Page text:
One of the beauties of getting married abroad is that everyone is already on vacation and they don’t have to go to school or work the next day, so what does it matter what day of the week it is?

It is very common and acceptable to get married on a weekday when having a destination wedding. Etiquette rules are not as strict when it comes to this.

9. Do I have to do something special for my guests during the week/weekend (Rehearsal dinner/welcome cocktails)?

Don’t feel pressure to arrange special meals. Of course, it’s nice to plan something as a thank you and to give everyone a chance to mingle, but it’s certainly not mandatory.

The same destination wedding etiquette advice applies when it comes to paying – if you plan it, arrange it and invite people, you should pay.

Tips & Advice

Everyone attending your destination wedding has made a genuine effort to be there, so the gracious thing to do is make it as easy and cost-effective as possible.

Try to think about what you can do to make the trip more affordable and enjoyable for your guests. Some tips to consider:

  • Host a more intimate wedding with just a small group of close friends and family, allowing you to help cover their flights or accommodation. But, of course, you can always throw a party for everyone else when you return, so think carefully about your guest list.
  • Apply for a discounted rate at local hotels to pass on to your guest.
  • Host your wedding in the off-season or on a weekday for cheaper flights.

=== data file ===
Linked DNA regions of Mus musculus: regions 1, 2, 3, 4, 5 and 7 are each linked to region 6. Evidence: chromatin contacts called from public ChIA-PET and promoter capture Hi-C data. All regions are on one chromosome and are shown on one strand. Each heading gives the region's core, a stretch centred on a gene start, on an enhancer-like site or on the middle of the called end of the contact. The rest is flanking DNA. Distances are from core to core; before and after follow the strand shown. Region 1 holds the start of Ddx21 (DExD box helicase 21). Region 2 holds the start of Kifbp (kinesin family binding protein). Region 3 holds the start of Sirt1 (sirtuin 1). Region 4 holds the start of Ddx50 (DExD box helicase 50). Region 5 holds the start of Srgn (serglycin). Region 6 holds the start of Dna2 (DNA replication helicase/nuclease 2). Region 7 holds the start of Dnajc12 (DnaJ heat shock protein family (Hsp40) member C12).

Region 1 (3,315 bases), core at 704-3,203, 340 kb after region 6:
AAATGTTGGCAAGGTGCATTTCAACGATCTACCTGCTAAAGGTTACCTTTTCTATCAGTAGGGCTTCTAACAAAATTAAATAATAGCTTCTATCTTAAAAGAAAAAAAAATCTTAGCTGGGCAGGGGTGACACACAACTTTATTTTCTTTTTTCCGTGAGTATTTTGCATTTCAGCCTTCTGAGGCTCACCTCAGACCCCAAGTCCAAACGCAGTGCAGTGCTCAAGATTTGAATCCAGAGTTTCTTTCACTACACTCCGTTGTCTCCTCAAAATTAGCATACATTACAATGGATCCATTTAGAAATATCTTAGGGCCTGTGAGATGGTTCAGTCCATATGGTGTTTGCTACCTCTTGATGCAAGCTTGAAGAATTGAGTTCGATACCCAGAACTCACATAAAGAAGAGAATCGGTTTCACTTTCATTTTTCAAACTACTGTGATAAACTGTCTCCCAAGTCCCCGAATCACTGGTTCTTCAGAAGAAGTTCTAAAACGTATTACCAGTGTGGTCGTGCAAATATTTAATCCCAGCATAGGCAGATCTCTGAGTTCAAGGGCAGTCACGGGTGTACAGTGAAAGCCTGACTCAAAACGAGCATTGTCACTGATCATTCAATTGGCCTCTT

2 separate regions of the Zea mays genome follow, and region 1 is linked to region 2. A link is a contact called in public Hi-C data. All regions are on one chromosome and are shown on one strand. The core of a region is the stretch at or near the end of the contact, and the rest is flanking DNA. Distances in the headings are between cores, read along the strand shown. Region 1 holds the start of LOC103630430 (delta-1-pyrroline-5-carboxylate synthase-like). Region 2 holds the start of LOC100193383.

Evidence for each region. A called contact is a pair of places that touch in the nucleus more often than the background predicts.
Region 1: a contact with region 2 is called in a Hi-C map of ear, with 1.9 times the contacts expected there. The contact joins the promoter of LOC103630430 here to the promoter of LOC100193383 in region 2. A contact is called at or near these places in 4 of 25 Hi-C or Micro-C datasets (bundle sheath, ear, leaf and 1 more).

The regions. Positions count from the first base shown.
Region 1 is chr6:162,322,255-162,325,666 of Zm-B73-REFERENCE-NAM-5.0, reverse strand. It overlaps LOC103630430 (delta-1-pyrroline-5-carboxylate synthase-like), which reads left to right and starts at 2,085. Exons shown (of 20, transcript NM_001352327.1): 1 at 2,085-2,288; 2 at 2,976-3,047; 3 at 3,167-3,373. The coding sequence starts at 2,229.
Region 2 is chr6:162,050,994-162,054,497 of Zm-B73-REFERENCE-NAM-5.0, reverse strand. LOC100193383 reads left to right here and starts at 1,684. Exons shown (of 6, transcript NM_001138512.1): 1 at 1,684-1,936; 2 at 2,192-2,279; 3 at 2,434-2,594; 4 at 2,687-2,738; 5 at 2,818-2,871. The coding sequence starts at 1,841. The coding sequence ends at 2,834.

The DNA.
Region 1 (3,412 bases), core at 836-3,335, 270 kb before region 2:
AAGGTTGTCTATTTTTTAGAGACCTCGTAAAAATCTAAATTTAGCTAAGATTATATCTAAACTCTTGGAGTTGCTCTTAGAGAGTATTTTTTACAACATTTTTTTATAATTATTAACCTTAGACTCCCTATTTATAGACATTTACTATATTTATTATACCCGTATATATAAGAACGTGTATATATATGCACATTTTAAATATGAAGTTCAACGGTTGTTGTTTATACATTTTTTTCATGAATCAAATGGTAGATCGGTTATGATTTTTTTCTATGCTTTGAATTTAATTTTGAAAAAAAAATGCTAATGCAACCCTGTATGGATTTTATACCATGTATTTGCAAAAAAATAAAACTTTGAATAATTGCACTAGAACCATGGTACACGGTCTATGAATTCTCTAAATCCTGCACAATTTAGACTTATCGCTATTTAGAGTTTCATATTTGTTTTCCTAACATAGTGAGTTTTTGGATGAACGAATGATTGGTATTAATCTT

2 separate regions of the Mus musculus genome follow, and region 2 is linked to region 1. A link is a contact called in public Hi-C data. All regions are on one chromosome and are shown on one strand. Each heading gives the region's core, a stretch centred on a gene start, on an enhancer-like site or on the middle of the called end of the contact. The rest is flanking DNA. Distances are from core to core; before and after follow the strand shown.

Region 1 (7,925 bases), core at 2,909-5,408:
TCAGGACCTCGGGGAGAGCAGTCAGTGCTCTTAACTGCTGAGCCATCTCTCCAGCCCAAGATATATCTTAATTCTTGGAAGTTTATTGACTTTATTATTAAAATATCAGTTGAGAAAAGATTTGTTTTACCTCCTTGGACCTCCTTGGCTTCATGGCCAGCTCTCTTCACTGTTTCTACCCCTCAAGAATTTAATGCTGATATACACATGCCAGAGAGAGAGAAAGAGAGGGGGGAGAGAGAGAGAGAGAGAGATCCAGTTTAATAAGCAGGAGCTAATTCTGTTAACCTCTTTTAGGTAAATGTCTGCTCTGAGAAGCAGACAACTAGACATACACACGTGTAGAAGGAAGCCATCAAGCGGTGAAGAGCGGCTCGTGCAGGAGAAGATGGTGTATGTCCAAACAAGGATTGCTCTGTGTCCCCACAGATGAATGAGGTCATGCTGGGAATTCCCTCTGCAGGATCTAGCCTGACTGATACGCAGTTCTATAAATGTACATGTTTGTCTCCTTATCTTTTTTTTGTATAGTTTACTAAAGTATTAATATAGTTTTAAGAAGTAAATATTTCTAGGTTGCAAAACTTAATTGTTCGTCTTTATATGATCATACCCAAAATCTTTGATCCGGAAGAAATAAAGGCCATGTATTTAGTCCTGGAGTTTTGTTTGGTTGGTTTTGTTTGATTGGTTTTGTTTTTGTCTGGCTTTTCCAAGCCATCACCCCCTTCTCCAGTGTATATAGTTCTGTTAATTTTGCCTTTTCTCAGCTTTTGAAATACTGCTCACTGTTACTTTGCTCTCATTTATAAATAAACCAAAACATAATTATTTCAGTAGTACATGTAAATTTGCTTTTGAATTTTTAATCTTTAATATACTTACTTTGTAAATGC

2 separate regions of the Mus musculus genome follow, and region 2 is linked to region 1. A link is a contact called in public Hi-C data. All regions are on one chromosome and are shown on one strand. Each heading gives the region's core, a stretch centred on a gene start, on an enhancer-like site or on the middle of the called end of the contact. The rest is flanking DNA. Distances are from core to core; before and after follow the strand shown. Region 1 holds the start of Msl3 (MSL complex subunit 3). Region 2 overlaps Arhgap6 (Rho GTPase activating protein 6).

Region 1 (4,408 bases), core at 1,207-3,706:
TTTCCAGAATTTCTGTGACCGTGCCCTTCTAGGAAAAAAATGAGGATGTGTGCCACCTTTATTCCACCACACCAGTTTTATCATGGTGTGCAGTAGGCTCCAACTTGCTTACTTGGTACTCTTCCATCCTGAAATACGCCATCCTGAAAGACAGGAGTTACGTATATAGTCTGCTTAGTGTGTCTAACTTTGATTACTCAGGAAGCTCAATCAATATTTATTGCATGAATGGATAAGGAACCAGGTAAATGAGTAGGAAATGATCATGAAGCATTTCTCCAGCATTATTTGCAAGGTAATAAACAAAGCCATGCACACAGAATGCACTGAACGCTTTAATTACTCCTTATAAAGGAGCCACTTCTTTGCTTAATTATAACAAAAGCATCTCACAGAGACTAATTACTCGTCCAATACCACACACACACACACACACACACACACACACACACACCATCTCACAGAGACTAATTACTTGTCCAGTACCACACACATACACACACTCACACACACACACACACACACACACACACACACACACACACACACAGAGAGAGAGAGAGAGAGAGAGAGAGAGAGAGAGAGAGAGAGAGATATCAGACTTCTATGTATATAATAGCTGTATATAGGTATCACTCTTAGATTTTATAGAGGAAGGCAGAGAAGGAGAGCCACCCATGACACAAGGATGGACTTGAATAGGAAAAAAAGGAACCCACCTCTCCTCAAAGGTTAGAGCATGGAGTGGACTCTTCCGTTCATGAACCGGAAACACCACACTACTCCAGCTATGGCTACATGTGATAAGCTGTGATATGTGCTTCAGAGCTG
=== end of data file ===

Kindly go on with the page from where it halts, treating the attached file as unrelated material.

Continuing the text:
• Cover the costs for any extra activities like welcome dinners, rehearsal dinners or post-wedding celebrations.
  • Arrange a babysitter to take care of any children that might be present.
  • When they arrive, create a helpful ‘welcome pack’ for your guests, including a wedding schedule, location map, public transport information, and contact numbers.

It’s also important to be understanding and gracious if guests decline your invitation. For example, committing to a destination wedding might not be feasible for them at that time due to financial, work or family commitments.

Don’t take it personally – you can rest assured they would love to be there celebrating alongside you.

And most importantly: send a thank you card to every guest after the wedding (and toast them on the night!) to show your appreciation for them being a part of your incredible day!

The Planning Is Worth It!

Yes, it sounds like a lot of planning and preparation, but let’s be honest – it’s all going to be SO worth it when it all comes together. Just keep the above tips in mind, and you can make the process as easy as possible for your guests.

Celebrating your love in an exotic location, surrounded by your favourite people, making lifelong memories. What could be better?!